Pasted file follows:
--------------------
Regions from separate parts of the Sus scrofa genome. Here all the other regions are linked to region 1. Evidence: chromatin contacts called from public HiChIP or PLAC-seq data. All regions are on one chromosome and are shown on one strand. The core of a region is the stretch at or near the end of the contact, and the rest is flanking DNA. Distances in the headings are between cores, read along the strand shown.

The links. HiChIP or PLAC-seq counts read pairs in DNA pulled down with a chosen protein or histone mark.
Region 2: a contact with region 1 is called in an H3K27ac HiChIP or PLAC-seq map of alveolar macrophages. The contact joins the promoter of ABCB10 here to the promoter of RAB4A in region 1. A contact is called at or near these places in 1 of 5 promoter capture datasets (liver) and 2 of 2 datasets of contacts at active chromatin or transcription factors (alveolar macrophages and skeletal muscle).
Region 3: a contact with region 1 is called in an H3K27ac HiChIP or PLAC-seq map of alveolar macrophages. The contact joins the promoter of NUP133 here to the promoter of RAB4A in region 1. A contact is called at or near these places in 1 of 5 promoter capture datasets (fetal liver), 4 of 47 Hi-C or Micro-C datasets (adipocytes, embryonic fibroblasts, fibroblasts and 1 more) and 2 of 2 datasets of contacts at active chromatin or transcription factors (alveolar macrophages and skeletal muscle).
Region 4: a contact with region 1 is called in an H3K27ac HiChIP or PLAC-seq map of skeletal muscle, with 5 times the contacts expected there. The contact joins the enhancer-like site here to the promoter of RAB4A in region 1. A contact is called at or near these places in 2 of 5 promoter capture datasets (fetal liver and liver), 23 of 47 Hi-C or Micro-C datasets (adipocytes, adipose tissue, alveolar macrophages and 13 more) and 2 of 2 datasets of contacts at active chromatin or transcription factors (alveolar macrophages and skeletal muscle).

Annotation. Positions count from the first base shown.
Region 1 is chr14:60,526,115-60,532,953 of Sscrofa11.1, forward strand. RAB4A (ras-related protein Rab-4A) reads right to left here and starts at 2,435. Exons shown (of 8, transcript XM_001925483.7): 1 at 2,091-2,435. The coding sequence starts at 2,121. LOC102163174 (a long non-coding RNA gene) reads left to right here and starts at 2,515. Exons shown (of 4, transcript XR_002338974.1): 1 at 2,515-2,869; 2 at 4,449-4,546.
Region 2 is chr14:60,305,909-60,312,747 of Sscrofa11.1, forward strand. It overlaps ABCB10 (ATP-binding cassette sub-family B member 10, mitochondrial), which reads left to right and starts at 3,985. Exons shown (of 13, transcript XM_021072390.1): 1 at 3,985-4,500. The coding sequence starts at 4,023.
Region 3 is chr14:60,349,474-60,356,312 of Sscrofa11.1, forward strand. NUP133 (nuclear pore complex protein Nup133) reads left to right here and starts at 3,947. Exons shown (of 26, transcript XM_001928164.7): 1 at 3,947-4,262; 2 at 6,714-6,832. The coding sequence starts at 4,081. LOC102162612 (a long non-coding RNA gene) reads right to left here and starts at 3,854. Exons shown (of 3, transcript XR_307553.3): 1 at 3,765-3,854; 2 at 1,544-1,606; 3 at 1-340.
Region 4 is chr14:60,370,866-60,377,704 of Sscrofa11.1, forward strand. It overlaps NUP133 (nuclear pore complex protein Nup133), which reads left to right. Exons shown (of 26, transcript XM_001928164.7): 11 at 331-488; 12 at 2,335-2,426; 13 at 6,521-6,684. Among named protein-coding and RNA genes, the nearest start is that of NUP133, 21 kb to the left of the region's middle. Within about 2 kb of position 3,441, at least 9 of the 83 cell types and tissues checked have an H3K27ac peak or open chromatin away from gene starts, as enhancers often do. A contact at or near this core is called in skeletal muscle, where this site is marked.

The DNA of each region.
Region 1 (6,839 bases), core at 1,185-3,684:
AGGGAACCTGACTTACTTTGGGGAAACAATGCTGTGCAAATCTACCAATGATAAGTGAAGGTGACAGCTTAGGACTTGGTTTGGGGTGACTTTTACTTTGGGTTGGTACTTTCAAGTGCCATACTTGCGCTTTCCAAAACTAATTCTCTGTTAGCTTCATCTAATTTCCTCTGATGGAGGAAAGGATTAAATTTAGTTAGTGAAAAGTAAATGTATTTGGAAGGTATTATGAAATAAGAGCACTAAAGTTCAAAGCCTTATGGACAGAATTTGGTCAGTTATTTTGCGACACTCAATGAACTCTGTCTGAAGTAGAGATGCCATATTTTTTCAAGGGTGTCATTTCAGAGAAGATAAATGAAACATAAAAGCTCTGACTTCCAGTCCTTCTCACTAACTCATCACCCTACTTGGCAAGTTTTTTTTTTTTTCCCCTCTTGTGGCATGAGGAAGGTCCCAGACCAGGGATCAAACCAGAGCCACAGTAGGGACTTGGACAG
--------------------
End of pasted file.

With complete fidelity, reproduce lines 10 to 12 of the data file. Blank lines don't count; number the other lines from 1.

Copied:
Region 4 is chr14:60,370,866-60,377,704 of Sscrofa11.1, forward strand. It overlaps NUP133 (nuclear pore complex protein Nup133), which reads left to right. Exons shown (of 26, transcript XM_001928164.7): 11 at 331-488; 12 at 2,335-2,426; 13 at 6,521-6,684. Among named protein-coding and RNA genes, the nearest start is that of NUP133, 21 kb to the left of the region's middle. Within about 2 kb of position 3,441, at least 9 of the 83 cell types and tissues checked have an H3K27ac peak or open chromatin away from gene starts, as enhancers often do. A contact at or near this core is called in skeletal muscle, where this site is marked.

The DNA of each region.
Region 1 (6,839 bases), core at 1,185-3,684: